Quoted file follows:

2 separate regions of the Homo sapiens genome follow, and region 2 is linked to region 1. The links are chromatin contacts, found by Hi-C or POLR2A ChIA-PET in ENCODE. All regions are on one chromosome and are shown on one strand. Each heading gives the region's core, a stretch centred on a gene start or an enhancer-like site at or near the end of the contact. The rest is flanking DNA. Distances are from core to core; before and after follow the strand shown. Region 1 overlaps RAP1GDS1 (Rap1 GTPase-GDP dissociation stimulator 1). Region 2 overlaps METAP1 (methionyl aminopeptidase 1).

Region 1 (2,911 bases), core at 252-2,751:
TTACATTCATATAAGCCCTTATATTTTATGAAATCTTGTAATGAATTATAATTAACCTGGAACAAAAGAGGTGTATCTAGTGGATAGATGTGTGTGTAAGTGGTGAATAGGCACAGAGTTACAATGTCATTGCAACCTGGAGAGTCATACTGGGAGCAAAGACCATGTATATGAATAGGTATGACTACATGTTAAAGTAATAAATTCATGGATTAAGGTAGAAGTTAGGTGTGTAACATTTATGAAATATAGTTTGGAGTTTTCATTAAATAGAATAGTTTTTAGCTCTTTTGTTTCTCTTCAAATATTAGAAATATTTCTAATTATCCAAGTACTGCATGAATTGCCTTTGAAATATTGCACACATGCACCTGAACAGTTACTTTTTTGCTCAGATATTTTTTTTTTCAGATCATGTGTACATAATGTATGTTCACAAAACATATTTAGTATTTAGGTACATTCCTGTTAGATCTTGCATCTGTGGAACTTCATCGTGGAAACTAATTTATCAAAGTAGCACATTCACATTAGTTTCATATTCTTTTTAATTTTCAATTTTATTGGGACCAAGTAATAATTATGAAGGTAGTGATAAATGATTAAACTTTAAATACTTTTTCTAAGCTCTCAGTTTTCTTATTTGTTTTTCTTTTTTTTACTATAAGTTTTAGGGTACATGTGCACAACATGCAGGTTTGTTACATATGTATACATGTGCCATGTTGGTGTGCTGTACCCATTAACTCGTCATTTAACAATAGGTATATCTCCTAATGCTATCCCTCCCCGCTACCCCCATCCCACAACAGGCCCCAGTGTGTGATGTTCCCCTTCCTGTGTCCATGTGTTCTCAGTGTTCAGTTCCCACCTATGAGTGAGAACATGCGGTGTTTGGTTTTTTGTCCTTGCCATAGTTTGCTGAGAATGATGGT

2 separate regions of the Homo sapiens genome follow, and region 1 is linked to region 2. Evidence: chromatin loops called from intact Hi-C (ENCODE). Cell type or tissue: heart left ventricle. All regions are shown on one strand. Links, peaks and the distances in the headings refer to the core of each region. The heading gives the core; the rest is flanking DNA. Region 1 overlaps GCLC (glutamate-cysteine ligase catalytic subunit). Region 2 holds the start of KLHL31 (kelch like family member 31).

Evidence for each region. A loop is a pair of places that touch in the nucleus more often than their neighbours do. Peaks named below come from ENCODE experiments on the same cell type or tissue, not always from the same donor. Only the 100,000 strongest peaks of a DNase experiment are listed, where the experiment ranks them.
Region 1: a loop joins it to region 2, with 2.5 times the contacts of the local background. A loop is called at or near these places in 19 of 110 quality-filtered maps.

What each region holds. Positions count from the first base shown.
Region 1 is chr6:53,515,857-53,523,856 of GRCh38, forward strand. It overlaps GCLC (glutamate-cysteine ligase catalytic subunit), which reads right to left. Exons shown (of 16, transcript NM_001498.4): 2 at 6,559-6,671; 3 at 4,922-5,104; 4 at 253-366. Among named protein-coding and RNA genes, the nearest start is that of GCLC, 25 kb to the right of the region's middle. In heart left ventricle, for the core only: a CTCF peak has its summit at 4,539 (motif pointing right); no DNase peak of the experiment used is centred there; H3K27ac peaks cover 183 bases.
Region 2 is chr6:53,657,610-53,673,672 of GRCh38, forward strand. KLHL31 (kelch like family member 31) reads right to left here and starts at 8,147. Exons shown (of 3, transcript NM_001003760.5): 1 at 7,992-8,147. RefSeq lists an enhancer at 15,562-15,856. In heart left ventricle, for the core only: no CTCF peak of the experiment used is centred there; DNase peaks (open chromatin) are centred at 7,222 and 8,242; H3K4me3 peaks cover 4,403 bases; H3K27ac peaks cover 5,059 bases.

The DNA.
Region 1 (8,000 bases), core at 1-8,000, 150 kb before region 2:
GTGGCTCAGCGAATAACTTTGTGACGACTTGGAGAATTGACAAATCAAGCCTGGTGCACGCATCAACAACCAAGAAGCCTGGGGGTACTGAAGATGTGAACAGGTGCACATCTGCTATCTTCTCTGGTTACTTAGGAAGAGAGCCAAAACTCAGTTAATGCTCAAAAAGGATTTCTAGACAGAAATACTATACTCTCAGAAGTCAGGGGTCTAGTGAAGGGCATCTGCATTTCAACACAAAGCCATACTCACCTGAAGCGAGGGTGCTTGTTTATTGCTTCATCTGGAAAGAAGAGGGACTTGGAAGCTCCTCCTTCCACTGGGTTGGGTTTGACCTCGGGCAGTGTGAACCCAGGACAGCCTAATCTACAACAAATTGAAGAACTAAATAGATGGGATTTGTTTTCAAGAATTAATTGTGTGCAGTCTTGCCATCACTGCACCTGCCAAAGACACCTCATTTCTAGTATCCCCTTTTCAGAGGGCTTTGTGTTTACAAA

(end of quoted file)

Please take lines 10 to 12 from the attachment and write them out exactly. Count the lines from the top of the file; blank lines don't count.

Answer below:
The DNA.
Region 1 (8,000 bases), core at 1-8,000, 150 kb before region 2:
GTGGCTCAGCGAATAACTTTGTGACGACTTGGAGAATTGACAAATCAAGCCTGGTGCACGCATCAACAACCAAGAAGCCTGGGGGTACTGAAGATGTGAACAGGTGCACATCTGCTATCTTCTCTGGTTACTTAGGAAGAGAGCCAAAACTCAGTTAATGCTCAAAAAGGATTTCTAGACAGAAATACTATACTCTCAGAAGTCAGGGGTCTAGTGAAGGGCATCTGCATTTCAACACAAAGCCATACTCACCTGAAGCGAGGGTGCTTGTTTATTGCTTCATCTGGAAAGAAGAGGGACTTGGAAGCTCCTCCTTCCACTGGGTTGGGTTTGACCTCGGGCAGTGTGAACCCAGGACAGCCTAATCTACAACAAATTGAAGAACTAAATAGATGGGATTTGTTTTCAAGAATTAATTGTGTGCAGTCTTGCCATCACTGCACCTGCCAAAGACACCTCATTTCTAGTATCCCCTTTTCAGAGGGCTTTGTGTTTACAAA